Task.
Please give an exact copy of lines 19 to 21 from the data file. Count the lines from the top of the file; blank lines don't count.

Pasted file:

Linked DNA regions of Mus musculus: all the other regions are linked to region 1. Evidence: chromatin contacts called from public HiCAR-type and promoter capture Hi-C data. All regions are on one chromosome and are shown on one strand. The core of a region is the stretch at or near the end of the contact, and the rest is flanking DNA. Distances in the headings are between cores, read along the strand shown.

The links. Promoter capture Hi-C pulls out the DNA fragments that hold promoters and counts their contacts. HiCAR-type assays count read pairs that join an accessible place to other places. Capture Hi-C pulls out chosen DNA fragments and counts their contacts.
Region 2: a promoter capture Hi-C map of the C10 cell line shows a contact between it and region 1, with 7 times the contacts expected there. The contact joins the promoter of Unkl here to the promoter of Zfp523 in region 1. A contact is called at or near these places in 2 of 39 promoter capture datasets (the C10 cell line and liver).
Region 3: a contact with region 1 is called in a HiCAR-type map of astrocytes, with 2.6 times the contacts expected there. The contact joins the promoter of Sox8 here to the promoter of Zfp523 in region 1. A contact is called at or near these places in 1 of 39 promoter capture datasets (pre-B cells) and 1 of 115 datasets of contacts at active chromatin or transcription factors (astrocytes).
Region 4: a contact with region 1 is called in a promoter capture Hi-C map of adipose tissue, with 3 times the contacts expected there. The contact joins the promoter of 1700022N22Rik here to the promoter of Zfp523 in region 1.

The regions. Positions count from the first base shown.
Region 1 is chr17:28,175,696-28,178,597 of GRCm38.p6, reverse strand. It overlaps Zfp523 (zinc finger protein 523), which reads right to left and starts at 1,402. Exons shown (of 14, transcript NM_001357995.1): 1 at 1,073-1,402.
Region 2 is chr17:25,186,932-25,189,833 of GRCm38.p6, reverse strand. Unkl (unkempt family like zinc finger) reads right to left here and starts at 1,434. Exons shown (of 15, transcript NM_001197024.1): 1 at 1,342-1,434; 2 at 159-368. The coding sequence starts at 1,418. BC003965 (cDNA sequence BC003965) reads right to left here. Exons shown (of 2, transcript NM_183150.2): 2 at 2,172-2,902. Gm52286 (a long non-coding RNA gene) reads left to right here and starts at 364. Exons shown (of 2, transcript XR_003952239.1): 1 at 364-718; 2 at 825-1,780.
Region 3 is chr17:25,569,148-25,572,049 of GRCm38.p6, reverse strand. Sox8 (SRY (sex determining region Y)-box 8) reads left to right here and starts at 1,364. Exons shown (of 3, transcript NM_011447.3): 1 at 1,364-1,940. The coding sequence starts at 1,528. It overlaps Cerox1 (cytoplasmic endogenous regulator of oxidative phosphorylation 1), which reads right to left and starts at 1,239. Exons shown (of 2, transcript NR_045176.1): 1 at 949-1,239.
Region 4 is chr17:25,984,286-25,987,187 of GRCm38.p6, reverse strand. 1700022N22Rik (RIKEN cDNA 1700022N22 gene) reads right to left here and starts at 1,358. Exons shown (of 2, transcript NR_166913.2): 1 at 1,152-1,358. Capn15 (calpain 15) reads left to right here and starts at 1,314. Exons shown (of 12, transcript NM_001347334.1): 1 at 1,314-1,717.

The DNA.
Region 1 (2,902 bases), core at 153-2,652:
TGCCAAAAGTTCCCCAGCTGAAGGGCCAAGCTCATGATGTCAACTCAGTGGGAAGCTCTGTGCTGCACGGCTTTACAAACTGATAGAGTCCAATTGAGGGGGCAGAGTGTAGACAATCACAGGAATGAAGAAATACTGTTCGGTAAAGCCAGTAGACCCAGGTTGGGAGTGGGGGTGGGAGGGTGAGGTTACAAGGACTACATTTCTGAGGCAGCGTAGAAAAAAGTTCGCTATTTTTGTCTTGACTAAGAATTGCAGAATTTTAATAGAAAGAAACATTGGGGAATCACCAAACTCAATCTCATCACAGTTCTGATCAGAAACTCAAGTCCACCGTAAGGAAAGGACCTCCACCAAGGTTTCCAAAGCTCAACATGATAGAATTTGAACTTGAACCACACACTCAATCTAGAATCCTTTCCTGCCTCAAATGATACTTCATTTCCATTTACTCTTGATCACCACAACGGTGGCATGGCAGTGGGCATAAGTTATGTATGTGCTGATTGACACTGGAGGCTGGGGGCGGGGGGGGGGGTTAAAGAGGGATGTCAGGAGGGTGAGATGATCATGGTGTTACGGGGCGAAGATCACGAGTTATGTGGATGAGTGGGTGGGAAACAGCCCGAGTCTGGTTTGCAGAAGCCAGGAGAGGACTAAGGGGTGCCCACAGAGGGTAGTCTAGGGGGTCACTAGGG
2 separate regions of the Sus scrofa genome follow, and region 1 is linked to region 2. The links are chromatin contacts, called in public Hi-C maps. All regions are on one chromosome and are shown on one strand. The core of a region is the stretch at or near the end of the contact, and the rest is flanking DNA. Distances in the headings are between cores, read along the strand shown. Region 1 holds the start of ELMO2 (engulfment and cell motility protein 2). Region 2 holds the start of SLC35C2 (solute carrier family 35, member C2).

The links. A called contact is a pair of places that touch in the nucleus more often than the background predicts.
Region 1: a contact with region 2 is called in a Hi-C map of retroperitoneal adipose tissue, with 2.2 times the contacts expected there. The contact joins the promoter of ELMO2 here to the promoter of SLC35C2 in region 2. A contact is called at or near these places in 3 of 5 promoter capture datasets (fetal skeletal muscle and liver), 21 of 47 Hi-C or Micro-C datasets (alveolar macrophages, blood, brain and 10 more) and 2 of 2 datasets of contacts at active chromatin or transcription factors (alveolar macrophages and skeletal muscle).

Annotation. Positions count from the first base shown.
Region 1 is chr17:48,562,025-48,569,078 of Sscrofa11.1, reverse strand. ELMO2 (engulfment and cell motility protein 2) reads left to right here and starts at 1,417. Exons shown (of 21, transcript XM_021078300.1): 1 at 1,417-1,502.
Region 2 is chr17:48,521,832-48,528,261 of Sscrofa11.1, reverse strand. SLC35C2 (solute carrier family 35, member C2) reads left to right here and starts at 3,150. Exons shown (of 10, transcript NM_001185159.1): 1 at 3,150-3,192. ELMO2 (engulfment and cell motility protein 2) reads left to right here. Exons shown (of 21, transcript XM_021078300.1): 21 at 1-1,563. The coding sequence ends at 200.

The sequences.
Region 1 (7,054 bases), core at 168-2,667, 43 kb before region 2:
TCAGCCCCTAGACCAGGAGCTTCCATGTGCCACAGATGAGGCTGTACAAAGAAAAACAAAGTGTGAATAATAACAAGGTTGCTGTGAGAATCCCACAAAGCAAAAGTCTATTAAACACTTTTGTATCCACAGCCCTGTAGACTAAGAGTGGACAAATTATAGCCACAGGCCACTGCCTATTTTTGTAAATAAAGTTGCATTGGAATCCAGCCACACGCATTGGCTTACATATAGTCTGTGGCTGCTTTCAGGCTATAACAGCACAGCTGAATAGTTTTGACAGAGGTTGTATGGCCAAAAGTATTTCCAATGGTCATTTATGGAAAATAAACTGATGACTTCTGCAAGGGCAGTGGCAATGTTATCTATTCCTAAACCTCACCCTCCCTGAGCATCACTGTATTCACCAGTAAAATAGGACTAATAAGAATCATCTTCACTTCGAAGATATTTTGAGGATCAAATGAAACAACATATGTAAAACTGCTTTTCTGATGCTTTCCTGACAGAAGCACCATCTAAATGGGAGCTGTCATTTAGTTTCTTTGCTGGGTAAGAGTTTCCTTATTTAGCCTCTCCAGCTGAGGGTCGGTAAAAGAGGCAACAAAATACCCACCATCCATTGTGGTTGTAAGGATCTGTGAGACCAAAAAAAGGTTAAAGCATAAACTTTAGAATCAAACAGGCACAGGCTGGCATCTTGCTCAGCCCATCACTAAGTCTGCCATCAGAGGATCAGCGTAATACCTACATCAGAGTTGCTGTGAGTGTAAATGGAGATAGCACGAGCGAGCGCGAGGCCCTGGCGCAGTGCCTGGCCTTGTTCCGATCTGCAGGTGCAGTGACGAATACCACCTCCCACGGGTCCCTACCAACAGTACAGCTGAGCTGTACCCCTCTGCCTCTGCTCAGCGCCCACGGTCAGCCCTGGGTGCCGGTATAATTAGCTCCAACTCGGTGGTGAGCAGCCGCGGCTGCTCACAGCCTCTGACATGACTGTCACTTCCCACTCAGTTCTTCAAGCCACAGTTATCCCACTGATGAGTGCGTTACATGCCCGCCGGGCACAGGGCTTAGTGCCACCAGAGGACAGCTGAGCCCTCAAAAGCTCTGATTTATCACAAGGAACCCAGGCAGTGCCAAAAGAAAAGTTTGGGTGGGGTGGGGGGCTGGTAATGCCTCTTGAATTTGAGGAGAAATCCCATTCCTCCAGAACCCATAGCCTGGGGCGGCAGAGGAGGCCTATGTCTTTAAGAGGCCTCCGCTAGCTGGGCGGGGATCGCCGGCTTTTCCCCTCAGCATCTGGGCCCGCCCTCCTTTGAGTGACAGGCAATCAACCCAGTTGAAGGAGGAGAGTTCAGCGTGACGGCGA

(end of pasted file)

Region 2 is chr17:48,521,832-48,528,261 of Sscrofa11.1, reverse strand. SLC35C2 (solute carrier family 35, member C2) reads left to right here and starts at 3,150. Exons shown (of 10, transcript NM_001185159.1): 1 at 3,150-3,192. ELMO2 (engulfment and cell motility protein 2) reads left to right here. Exons shown (of 21, transcript XM_021078300.1): 21 at 1-1,563. The coding sequence ends at 200.

The sequences.
Region 1 (7,054 bases), core at 168-2,667, 43 kb before region 2: